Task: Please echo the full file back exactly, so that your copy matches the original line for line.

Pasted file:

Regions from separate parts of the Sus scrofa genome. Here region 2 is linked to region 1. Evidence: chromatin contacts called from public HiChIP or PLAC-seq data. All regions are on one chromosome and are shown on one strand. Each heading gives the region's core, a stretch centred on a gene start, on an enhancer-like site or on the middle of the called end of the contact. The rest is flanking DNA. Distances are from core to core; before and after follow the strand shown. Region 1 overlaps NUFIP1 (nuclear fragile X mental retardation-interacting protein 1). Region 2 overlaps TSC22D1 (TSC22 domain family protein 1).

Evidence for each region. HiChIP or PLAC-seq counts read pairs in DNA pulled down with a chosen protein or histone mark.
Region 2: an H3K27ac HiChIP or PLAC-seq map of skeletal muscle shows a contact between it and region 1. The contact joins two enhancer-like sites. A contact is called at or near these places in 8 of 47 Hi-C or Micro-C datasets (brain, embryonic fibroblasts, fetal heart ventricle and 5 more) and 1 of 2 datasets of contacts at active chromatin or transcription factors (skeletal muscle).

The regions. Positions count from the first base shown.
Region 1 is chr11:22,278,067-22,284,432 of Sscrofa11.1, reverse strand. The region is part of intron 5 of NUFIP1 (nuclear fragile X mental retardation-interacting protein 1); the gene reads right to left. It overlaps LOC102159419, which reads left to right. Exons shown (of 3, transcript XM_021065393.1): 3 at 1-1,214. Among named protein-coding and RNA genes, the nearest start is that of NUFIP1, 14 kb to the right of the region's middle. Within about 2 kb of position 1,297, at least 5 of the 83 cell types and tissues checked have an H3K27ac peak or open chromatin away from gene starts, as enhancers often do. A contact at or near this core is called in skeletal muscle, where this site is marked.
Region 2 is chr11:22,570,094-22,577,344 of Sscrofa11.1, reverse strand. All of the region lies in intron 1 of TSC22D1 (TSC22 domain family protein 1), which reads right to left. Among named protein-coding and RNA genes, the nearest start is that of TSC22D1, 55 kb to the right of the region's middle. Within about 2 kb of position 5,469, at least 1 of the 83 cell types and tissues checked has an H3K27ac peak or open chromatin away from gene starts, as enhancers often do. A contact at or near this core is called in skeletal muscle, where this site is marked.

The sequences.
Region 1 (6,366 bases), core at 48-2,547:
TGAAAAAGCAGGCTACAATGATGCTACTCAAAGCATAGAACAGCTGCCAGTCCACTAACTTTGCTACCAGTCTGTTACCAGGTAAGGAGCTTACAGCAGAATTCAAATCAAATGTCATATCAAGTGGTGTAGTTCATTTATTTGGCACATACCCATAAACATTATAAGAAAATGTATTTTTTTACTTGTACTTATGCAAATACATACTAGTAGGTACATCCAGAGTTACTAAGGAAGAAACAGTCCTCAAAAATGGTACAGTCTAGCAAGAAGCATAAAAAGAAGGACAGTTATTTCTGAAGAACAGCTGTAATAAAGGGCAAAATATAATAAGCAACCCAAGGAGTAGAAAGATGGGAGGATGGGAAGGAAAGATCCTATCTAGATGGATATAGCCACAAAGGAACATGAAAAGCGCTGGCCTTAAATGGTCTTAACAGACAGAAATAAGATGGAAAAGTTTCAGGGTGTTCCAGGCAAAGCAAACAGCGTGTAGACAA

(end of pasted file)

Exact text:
Regions from separate parts of the Sus scrofa genome. Here region 2 is linked to region 1. Evidence: chromatin contacts called from public HiChIP or PLAC-seq data. All regions are on one chromosome and are shown on one strand. Each heading gives the region's core, a stretch centred on a gene start, on an enhancer-like site or on the middle of the called end of the contact. The rest is flanking DNA. Distances are from core to core; before and after follow the strand shown. Region 1 overlaps NUFIP1 (nuclear fragile X mental retardation-interacting protein 1). Region 2 overlaps TSC22D1 (TSC22 domain family protein 1).

Evidence for each region. HiChIP or PLAC-seq counts read pairs in DNA pulled down with a chosen protein or histone mark.
Region 2: an H3K27ac HiChIP or PLAC-seq map of skeletal muscle shows a contact between it and region 1. The contact joins two enhancer-like sites. A contact is called at or near these places in 8 of 47 Hi-C or Micro-C datasets (brain, embryonic fibroblasts, fetal heart ventricle and 5 more) and 1 of 2 datasets of contacts at active chromatin or transcription factors (skeletal muscle).

The regions. Positions count from the first base shown.
Region 1 is chr11:22,278,067-22,284,432 of Sscrofa11.1, reverse strand. The region is part of intron 5 of NUFIP1 (nuclear fragile X mental retardation-interacting protein 1); the gene reads right to left. It overlaps LOC102159419, which reads left to right. Exons shown (of 3, transcript XM_021065393.1): 3 at 1-1,214. Among named protein-coding and RNA genes, the nearest start is that of NUFIP1, 14 kb to the right of the region's middle. Within about 2 kb of position 1,297, at least 5 of the 83 cell types and tissues checked have an H3K27ac peak or open chromatin away from gene starts, as enhancers often do. A contact at or near this core is called in skeletal muscle, where this site is marked.
Region 2 is chr11:22,570,094-22,577,344 of Sscrofa11.1, reverse strand. All of the region lies in intron 1 of TSC22D1 (TSC22 domain family protein 1), which reads right to left. Among named protein-coding and RNA genes, the nearest start is that of TSC22D1, 55 kb to the right of the region's middle. Within about 2 kb of position 5,469, at least 1 of the 83 cell types and tissues checked has an H3K27ac peak or open chromatin away from gene starts, as enhancers often do. A contact at or near this core is called in skeletal muscle, where this site is marked.

The sequences.
Region 1 (6,366 bases), core at 48-2,547:
TGAAAAAGCAGGCTACAATGATGCTACTCAAAGCATAGAACAGCTGCCAGTCCACTAACTTTGCTACCAGTCTGTTACCAGGTAAGGAGCTTACAGCAGAATTCAAATCAAATGTCATATCAAGTGGTGTAGTTCATTTATTTGGCACATACCCATAAACATTATAAGAAAATGTATTTTTTTACTTGTACTTATGCAAATACATACTAGTAGGTACATCCAGAGTTACTAAGGAAGAAACAGTCCTCAAAAATGGTACAGTCTAGCAAGAAGCATAAAAAGAAGGACAGTTATTTCTGAAGAACAGCTGTAATAAAGGGCAAAATATAATAAGCAACCCAAGGAGTAGAAAGATGGGAGGATGGGAAGGAAAGATCCTATCTAGATGGATATAGCCACAAAGGAACATGAAAAGCGCTGGCCTTAAATGGTCTTAACAGACAGAAATAAGATGGAAAAGTTTCAGGGTGTTCCAGGCAAAGCAAACAGCGTGTAGACAA